• Start by saying words aloud to your child so that they are only hearing the sounds.  If asking to remove the initial sound, try using words with consonant blends.  For example, ask your child to delete the first sound (/t/) in tram to get the word ram.
    • Lay out your felt board letters with a word that begins with a consonant blend like stack.  Ask your child to remove the beginning sound (/s/) to give you the new word tack.
  • Sound Segmentation:  This is simply when you ask the child to identify each individual sound in a word (the opposite of sound blending).  For example, if you say tell me the sounds in “dad” the child would respond, ” /d/, /a/, /d/”.  (This has been the most challenging task for my child.)
    • Start with two-sound words.  You may need to model this quite a few times when first introducing it to your child.  Say aloud slowly the word at and ask your child to tell you each sound.  If your child can successfully tell you the sounds in two-sound words, move onto three-sound words and so on.
    • Elkonin Boxes:  If you are unfamiliar with this activity, I recommend heading over to Reading Rockets for a quick overview.  Remember when having children complete this activity, they are focusing on the number of sounds in the word and not the letters.  For example, you can have a word like duck which has 4 letters, but only 3 sounds.  You can download and print my activity to get started.  I have left a few cards blank so that you can get creative and make your own.
      • For a more advanced learner, you can use letter tiles instead of tokens.
      • If you have a kid that likes to move, try modifying this activity by getting your alphabet bean bags and some boxes, tubs or baskets (whatever you have around the house).  Say a word and have your child throw the bean bag that represents each sound into the corresponding basket.  For example, the /a/ in cat should be tossed in the middle tub.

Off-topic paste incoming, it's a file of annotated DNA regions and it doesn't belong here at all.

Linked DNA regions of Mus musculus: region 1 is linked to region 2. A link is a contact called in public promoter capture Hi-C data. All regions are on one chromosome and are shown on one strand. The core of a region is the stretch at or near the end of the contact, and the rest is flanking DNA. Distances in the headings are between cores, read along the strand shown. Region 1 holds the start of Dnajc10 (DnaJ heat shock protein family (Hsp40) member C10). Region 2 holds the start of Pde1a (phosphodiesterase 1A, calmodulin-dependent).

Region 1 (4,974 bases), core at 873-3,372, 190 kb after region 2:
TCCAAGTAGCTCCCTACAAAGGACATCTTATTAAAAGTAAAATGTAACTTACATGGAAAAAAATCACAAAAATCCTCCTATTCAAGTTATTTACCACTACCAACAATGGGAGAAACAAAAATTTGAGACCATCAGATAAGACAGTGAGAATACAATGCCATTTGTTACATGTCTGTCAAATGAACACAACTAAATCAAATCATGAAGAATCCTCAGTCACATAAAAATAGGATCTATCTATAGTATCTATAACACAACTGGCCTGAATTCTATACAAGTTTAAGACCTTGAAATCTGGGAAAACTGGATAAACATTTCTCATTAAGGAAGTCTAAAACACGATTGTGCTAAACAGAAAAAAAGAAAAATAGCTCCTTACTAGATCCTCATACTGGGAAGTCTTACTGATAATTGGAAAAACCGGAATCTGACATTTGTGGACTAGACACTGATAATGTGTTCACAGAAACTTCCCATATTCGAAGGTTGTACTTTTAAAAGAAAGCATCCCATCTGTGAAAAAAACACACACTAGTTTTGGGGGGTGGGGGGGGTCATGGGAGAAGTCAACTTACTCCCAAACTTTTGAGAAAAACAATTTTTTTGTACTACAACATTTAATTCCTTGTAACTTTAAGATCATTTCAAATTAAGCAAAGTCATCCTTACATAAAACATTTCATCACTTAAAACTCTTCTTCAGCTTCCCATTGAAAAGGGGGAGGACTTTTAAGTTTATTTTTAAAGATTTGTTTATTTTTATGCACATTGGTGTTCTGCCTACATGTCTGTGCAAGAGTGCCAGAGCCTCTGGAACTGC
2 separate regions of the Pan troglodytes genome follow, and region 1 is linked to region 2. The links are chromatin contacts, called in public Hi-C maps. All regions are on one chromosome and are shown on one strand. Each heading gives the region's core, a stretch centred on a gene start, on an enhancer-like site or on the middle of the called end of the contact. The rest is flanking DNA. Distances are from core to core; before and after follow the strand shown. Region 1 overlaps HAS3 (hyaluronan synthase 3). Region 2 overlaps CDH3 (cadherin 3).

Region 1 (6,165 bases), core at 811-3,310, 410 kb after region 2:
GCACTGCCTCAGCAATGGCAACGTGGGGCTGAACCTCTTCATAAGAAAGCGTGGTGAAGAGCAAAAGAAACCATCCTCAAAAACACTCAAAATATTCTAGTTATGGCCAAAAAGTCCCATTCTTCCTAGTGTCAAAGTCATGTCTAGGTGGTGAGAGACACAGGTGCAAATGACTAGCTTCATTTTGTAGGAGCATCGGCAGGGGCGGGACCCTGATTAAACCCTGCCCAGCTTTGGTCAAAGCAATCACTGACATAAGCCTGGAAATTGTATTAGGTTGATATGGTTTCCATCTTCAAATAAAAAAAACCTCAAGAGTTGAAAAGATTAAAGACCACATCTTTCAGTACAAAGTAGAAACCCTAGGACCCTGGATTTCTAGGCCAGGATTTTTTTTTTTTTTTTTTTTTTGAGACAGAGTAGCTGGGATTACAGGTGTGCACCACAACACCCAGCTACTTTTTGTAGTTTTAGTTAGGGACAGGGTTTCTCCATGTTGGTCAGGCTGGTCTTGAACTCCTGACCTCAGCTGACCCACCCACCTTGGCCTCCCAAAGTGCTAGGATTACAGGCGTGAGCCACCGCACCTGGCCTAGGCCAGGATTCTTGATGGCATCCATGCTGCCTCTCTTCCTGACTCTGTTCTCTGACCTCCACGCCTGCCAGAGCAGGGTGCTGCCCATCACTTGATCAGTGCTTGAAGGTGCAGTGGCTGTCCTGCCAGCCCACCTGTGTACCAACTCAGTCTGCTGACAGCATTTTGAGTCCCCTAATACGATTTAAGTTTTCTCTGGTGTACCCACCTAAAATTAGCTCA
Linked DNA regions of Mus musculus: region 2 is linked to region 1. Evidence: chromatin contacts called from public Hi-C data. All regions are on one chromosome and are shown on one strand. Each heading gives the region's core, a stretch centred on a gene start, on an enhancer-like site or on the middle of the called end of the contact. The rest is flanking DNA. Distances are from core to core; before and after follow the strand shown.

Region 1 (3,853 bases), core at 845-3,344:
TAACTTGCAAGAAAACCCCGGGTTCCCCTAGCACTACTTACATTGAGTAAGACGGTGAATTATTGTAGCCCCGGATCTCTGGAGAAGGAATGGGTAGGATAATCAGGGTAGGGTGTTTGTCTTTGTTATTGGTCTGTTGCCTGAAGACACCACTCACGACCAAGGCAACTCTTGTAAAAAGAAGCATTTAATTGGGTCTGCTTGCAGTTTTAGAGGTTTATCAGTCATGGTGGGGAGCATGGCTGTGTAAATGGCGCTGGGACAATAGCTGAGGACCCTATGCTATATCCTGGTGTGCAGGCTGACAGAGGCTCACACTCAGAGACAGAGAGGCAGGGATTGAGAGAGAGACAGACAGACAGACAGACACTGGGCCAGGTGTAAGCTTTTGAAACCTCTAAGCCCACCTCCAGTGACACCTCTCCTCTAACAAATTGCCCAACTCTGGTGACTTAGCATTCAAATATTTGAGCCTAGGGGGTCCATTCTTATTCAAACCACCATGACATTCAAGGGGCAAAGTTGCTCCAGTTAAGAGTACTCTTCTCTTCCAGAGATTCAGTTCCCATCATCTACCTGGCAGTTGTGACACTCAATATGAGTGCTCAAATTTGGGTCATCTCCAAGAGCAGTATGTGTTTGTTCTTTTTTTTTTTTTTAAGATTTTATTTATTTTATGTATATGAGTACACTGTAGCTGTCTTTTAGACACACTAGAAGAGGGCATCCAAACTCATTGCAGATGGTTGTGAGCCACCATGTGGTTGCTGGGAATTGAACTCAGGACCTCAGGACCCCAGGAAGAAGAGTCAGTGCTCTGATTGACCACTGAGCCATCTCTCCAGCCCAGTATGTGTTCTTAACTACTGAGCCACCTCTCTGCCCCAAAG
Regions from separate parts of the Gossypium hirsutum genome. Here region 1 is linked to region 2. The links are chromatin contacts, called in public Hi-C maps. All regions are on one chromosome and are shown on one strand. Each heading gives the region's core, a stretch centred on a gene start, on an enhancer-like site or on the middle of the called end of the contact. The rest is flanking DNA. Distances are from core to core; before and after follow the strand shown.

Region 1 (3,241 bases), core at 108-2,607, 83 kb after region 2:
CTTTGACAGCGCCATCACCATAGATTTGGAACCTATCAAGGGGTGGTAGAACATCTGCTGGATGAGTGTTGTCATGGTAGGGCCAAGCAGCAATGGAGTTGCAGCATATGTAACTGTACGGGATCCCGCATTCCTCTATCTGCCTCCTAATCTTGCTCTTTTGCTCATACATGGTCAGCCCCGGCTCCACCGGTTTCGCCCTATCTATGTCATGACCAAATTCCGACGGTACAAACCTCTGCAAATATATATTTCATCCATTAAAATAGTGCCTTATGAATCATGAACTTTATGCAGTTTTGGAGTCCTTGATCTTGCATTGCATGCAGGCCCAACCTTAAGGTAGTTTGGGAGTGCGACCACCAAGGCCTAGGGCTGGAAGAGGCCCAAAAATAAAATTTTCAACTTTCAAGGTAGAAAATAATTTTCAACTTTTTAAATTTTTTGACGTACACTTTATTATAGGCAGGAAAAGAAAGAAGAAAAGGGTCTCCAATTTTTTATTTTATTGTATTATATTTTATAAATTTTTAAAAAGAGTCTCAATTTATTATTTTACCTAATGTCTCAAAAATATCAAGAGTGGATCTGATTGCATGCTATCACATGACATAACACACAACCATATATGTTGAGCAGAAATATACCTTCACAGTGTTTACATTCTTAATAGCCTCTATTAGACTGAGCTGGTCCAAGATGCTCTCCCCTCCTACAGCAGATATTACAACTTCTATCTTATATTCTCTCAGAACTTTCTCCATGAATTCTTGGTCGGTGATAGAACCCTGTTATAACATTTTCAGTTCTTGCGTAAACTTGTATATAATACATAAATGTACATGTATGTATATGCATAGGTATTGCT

• Gather some mats or go outside and draw some squares with chalk.  Have your child jump into each square as he/she says each sound.

The best advice I can give you is to be patient and have fun with these activities.  Your child won’t master these skills overnight.  Remember, if a strategy isn’t working then it is time to try something else.  You’ll find that I don’t subscribe to one pedagogical approach, but believe that you should find what works best for the individual child.  Every child is different and learns in different ways, so be flexible in your methodology.  I’ve just provided a few possible activities for each task to get you started.  I recommend giving them a try, but also doing your own research and looking at what other parents and teachers are doing.

References

Phonemic Awareness. (n.d.). Retrieved March 5, 2017, from http://www.readingrockets.org/teaching/reading-basics/phonemic

Zarrillo, J. J. (2005). Ready for RICA: A Test Preparation Guide for California’s Reading Instruction Competence Assessment (2nd ed.). Upper Saddle River, NJ: Pearson.